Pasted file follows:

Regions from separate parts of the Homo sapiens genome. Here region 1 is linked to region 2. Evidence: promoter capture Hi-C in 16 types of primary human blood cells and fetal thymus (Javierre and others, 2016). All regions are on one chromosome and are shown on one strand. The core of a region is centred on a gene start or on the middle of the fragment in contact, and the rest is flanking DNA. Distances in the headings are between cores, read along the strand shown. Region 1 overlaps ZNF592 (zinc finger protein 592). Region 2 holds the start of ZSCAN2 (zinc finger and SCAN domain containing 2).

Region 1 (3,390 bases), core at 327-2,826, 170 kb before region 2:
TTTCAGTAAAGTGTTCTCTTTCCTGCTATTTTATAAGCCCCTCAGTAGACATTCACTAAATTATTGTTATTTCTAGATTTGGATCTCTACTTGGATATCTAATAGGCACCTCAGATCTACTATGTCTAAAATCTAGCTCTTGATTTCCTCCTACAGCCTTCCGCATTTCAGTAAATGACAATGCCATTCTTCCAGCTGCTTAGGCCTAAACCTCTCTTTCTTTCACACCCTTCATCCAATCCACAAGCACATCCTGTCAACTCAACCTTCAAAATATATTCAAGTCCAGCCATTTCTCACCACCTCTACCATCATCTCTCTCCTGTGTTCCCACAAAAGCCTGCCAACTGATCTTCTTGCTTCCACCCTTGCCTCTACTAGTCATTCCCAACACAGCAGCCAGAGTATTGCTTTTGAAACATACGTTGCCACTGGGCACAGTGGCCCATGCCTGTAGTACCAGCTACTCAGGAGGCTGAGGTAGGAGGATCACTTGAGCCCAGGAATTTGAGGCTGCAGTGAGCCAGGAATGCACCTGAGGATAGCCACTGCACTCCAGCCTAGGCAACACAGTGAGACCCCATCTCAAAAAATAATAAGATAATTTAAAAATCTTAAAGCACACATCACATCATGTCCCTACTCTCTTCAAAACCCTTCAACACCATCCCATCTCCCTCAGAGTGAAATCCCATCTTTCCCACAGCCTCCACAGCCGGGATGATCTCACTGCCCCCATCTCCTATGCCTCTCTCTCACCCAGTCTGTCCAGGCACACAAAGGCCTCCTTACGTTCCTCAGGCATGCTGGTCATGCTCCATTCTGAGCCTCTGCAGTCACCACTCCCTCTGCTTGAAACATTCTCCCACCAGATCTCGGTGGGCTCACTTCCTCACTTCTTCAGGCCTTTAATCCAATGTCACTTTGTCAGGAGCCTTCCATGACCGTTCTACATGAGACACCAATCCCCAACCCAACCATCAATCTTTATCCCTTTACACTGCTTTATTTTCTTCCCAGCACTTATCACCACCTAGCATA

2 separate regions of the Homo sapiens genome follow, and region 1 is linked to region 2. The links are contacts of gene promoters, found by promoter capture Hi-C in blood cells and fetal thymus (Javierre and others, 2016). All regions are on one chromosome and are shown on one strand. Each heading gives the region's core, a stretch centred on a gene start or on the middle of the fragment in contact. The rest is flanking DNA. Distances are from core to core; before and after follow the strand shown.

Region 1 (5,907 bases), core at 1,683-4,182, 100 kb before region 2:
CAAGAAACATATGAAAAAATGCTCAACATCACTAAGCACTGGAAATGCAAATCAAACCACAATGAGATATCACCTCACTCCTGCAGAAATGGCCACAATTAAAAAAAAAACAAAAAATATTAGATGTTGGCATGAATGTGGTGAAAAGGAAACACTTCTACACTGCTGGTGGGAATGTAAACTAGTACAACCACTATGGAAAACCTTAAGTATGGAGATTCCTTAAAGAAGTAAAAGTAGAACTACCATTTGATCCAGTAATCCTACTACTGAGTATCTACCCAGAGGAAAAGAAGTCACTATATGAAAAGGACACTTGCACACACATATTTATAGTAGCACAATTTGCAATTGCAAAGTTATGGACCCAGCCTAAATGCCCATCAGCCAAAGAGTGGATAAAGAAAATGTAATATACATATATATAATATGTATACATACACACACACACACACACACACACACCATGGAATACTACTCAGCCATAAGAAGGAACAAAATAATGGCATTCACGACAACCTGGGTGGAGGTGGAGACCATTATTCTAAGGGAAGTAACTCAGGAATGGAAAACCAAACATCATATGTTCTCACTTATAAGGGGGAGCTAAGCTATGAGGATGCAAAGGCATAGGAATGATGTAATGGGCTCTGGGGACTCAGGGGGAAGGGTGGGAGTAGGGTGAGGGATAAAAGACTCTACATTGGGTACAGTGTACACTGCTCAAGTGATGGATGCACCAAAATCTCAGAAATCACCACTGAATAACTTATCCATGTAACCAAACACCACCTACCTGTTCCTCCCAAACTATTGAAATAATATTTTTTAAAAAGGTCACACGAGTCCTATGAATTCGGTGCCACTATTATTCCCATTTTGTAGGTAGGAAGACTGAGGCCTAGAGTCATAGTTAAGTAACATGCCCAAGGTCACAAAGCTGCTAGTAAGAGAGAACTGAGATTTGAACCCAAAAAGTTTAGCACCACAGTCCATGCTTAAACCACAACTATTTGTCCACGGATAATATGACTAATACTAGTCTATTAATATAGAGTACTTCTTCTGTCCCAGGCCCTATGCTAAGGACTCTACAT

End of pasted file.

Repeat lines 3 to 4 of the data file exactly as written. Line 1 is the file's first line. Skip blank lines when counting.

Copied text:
TTTCAGTAAAGTGTTCTCTTTCCTGCTATTTTATAAGCCCCTCAGTAGACATTCACTAAATTATTGTTATTTCTAGATTTGGATCTCTACTTGGATATCTAATAGGCACCTCAGATCTACTATGTCTAAAATCTAGCTCTTGATTTCCTCCTACAGCCTTCCGCATTTCAGTAAATGACAATGCCATTCTTCCAGCTGCTTAGGCCTAAACCTCTCTTTCTTTCACACCCTTCATCCAATCCACAAGCACATCCTGTCAACTCAACCTTCAAAATATATTCAAGTCCAGCCATTTCTCACCACCTCTACCATCATCTCTCTCCTGTGTTCCCACAAAAGCCTGCCAACTGATCTTCTTGCTTCCACCCTTGCCTCTACTAGTCATTCCCAACACAGCAGCCAGAGTATTGCTTTTGAAACATACGTTGCCACTGGGCACAGTGGCCCATGCCTGTAGTACCAGCTACTCAGGAGGCTGAGGTAGGAGGATCACTTGAGCCCAGGAATTTGAGGCTGCAGTGAGCCAGGAATGCACCTGAGGATAGCCACTGCACTCCAGCCTAGGCAACACAGTGAGACCCCATCTCAAAAAATAATAAGATAATTTAAAAATCTTAAAGCACACATCACATCATGTCCCTACTCTCTTCAAAACCCTTCAACACCATCCCATCTCCCTCAGAGTGAAATCCCATCTTTCCCACAGCCTCCACAGCCGGGATGATCTCACTGCCCCCATCTCCTATGCCTCTCTCTCACCCAGTCTGTCCAGGCACACAAAGGCCTCCTTACGTTCCTCAGGCATGCTGGTCATGCTCCATTCTGAGCCTCTGCAGTCACCACTCCCTCTGCTTGAAACATTCTCCCACCAGATCTCGGTGGGCTCACTTCCTCACTTCTTCAGGCCTTTAATCCAATGTCACTTTGTCAGGAGCCTTCCATGACCGTTCTACATGAGACACCAATCCCCAACCCAACCATCAATCTTTATCCCTTTACACTGCTTTATTTTCTTCCCAGCACTTATCACCACCTAGCATA

2 separate regions of the Homo sapiens genome follow, and region 1 is linked to region 2. The links are contacts of gene promoters, found by promoter capture Hi-C in blood cells and fetal thymus (Javierre and others, 2016). All regions are on one chromosome and are shown on one strand. Each heading gives the region's core, a stretch centred on a gene start or on the middle of the fragment in contact. The rest is flanking DNA. Distances are from core to core; before and after follow the strand shown.